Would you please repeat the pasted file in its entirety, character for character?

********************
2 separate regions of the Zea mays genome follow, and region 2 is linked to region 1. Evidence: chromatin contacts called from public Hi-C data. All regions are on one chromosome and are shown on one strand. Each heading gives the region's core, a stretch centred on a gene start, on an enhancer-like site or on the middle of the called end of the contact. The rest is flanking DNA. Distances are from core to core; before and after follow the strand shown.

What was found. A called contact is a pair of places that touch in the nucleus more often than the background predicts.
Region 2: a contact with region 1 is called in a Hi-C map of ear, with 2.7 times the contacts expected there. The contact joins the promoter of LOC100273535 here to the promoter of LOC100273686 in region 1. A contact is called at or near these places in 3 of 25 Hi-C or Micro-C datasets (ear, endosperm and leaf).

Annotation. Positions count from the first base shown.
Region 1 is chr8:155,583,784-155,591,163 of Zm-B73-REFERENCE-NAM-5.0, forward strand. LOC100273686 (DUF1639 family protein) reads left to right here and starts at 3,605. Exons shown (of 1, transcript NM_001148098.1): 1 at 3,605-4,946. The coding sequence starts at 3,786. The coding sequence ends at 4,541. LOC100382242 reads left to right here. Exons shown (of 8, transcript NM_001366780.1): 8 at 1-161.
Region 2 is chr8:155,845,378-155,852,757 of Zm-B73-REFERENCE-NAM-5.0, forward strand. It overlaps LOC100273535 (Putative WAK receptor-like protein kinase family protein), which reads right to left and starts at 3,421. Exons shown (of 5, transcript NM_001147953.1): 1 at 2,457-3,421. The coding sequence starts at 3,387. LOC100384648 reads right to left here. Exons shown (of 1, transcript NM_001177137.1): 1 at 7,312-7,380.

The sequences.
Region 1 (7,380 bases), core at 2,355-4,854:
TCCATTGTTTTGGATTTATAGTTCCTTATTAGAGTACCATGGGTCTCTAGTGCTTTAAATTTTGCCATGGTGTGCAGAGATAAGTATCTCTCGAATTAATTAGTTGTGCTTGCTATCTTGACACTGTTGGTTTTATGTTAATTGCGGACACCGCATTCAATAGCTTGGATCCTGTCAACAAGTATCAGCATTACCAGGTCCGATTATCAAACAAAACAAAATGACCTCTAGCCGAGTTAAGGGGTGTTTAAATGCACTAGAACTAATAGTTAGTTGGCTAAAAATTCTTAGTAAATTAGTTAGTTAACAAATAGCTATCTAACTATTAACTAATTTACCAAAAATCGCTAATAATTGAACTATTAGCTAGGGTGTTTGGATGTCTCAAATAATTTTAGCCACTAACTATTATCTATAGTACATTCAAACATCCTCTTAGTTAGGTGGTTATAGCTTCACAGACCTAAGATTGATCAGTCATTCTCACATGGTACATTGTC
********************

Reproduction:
2 separate regions of the Zea mays genome follow, and region 2 is linked to region 1. Evidence: chromatin contacts called from public Hi-C data. All regions are on one chromosome and are shown on one strand. Each heading gives the region's core, a stretch centred on a gene start, on an enhancer-like site or on the middle of the called end of the contact. The rest is flanking DNA. Distances are from core to core; before and after follow the strand shown.

What was found. A called contact is a pair of places that touch in the nucleus more often than the background predicts.
Region 2: a contact with region 1 is called in a Hi-C map of ear, with 2.7 times the contacts expected there. The contact joins the promoter of LOC100273535 here to the promoter of LOC100273686 in region 1. A contact is called at or near these places in 3 of 25 Hi-C or Micro-C datasets (ear, endosperm and leaf).

Annotation. Positions count from the first base shown.
Region 1 is chr8:155,583,784-155,591,163 of Zm-B73-REFERENCE-NAM-5.0, forward strand. LOC100273686 (DUF1639 family protein) reads left to right here and starts at 3,605. Exons shown (of 1, transcript NM_001148098.1): 1 at 3,605-4,946. The coding sequence starts at 3,786. The coding sequence ends at 4,541. LOC100382242 reads left to right here. Exons shown (of 8, transcript NM_001366780.1): 8 at 1-161.
Region 2 is chr8:155,845,378-155,852,757 of Zm-B73-REFERENCE-NAM-5.0, forward strand. It overlaps LOC100273535 (Putative WAK receptor-like protein kinase family protein), which reads right to left and starts at 3,421. Exons shown (of 5, transcript NM_001147953.1): 1 at 2,457-3,421. The coding sequence starts at 3,387. LOC100384648 reads right to left here. Exons shown (of 1, transcript NM_001177137.1): 1 at 7,312-7,380.

The sequences.
Region 1 (7,380 bases), core at 2,355-4,854:
TCCATTGTTTTGGATTTATAGTTCCTTATTAGAGTACCATGGGTCTCTAGTGCTTTAAATTTTGCCATGGTGTGCAGAGATAAGTATCTCTCGAATTAATTAGTTGTGCTTGCTATCTTGACACTGTTGGTTTTATGTTAATTGCGGACACCGCATTCAATAGCTTGGATCCTGTCAACAAGTATCAGCATTACCAGGTCCGATTATCAAACAAAACAAAATGACCTCTAGCCGAGTTAAGGGGTGTTTAAATGCACTAGAACTAATAGTTAGTTGGCTAAAAATTCTTAGTAAATTAGTTAGTTAACAAATAGCTATCTAACTATTAACTAATTTACCAAAAATCGCTAATAATTGAACTATTAGCTAGGGTGTTTGGATGTCTCAAATAATTTTAGCCACTAACTATTATCTATAGTACATTCAAACATCCTCTTAGTTAGGTGGTTATAGCTTCACAGACCTAAGATTGATCAGTCATTCTCACATGGTACATTGTC